Grace Hallums, 15-year-old Ramona High School sophomore, will have a seat at the Capitol Building on Inauguration Day to watch President-elect Barrack Obama become the country’s 44th president. She will be participating in The Presidential Youth Inaugural Conference with 7,000 students from throughout the country.
Hallums credits her eighth-grade math teacher, Karen Ballew, with opening the door for her to have this opportunity. When Hallums was in Olive Peirce Middle School, Ballew nominated her to attend The National Young Leaders Conference in Irvine. It was four days packed with leadership development activities and meeting new friends.
At the time, Hallums had no idea the experience would lead to her invitation to attend the presidential inauguration in 2009. It came as a surprise when, a few months ago, she received a letter stating that, as an alumnus of The National Young Leaders Conference, she was invited to join other student alumni for a special four-day session in Washington, D.C., during the inauguration.
The opportunity will include many educational activities related to presidential politics and campaign strategy. Gen. Colin L. Powell, former U.S. secretary of state, and former Vice President Al Gore, a Nobel Prize winner, will speak to the group.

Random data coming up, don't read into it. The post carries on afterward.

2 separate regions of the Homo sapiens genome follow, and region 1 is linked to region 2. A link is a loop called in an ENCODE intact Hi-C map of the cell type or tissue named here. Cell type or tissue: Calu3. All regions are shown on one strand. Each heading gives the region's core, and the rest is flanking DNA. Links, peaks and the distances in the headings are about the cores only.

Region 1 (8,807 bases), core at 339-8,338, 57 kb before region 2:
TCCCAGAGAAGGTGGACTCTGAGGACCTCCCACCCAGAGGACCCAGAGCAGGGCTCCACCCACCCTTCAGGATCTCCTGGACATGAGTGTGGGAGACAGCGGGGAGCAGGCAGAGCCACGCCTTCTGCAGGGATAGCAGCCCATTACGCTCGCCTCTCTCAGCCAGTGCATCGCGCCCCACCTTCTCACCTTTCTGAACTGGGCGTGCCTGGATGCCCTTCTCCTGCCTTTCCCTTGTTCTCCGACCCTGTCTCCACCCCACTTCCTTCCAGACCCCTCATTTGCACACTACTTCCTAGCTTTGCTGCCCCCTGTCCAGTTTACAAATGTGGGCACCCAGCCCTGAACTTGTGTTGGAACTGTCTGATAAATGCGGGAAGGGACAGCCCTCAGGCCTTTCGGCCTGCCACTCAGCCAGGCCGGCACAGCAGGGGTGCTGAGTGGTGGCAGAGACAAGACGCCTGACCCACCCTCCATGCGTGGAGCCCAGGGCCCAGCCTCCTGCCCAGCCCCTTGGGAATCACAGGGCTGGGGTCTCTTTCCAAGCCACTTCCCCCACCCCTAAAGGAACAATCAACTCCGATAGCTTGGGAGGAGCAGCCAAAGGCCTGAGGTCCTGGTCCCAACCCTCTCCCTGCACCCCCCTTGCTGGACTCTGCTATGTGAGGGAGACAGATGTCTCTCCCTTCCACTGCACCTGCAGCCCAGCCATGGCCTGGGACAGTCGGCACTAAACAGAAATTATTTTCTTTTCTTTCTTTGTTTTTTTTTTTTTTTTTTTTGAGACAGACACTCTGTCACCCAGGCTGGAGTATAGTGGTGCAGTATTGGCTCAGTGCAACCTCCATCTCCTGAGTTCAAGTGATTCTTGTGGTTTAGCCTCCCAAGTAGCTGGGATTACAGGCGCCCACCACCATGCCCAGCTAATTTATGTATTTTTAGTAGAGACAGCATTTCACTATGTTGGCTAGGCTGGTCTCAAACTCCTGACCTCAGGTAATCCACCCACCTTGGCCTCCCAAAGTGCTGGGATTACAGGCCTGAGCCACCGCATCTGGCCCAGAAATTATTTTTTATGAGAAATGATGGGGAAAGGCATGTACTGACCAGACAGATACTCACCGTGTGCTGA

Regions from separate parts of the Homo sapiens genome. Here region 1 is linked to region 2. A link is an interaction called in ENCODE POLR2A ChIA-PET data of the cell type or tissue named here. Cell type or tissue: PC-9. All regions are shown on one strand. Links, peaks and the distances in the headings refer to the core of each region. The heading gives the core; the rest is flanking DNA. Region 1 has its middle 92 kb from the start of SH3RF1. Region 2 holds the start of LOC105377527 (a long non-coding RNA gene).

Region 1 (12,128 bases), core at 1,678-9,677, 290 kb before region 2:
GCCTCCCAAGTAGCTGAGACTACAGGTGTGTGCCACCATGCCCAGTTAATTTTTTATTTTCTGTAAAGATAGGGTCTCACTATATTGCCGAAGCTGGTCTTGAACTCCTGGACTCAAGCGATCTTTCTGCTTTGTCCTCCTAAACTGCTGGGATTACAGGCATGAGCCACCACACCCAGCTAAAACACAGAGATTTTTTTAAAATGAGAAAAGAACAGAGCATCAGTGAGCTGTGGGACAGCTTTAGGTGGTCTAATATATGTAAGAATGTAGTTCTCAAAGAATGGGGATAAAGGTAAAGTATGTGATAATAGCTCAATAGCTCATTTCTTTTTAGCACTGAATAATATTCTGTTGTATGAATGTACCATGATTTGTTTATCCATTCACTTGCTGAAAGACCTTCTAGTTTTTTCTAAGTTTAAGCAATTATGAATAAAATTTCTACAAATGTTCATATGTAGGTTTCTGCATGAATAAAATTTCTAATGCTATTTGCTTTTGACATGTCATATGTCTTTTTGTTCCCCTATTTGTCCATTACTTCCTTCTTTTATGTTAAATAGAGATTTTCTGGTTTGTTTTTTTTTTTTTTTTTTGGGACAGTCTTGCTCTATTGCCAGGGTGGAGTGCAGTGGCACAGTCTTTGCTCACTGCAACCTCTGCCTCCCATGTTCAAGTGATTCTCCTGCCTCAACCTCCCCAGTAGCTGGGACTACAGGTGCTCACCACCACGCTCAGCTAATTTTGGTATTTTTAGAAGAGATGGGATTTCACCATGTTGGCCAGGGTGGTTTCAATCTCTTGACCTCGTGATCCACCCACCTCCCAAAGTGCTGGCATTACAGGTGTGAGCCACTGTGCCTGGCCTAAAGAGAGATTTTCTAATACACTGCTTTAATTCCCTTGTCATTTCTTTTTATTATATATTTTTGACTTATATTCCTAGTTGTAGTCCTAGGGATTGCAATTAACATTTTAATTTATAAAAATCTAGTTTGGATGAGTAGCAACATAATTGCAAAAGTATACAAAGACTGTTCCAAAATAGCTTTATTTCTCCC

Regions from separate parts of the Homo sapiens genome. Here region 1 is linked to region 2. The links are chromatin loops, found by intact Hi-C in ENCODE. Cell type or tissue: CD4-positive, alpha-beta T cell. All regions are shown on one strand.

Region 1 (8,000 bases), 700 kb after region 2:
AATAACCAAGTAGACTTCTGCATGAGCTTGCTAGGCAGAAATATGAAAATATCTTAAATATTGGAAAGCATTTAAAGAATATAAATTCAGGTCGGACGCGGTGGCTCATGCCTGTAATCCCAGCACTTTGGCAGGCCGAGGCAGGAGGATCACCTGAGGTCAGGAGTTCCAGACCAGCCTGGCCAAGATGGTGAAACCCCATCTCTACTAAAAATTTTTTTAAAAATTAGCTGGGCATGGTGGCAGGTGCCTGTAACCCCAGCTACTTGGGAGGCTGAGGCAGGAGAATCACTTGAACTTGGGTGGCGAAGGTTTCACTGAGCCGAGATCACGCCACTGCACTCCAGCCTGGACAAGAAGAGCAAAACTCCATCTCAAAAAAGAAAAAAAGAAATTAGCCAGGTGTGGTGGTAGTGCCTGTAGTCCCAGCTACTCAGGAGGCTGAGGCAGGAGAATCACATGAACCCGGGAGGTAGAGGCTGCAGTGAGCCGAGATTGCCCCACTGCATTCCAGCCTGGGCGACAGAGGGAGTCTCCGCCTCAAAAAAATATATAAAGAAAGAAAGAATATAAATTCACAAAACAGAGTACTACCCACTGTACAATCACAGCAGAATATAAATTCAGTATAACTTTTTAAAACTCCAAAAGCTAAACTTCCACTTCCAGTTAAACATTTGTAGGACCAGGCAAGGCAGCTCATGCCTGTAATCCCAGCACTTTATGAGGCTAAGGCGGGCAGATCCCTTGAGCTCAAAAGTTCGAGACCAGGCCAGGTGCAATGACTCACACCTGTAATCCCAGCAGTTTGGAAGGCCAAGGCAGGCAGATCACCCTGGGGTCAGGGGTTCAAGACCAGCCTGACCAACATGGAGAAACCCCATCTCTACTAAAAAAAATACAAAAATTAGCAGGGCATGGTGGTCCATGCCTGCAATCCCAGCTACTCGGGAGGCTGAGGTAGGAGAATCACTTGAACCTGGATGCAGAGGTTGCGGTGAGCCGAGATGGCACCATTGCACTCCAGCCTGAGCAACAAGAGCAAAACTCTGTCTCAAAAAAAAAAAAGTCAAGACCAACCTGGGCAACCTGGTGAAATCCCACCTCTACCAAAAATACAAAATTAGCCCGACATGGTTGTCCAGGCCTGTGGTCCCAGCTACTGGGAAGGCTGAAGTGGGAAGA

Hallums will have private access to the Smithsonian Institution, view the Inaugural Parade, visit the National Mall’s monuments and museums, and witness the inauguration, oath of office and inaugural address. The culmination of the conference will be an exclusive Black Tie Gala Inaugural Ball.
“I am really excited but also kind of nervous, because I don’t know anyone there,” commented Hallums. “This is the first campaign and election that I was really interested in and actually cared about the outcome.”
This is a proud moment for her parents, Debra Lambert and Burgess Hallums of Ramona, and for her relatives. Her grandparents grew up in the post-Depression and World War II era and experienced racial prejudice. They were not permitted to eat in restaurants in their towns because of the color of their skin. Now, their granddaughter will be at the Capitol Building watching an African-American become the country’s next president.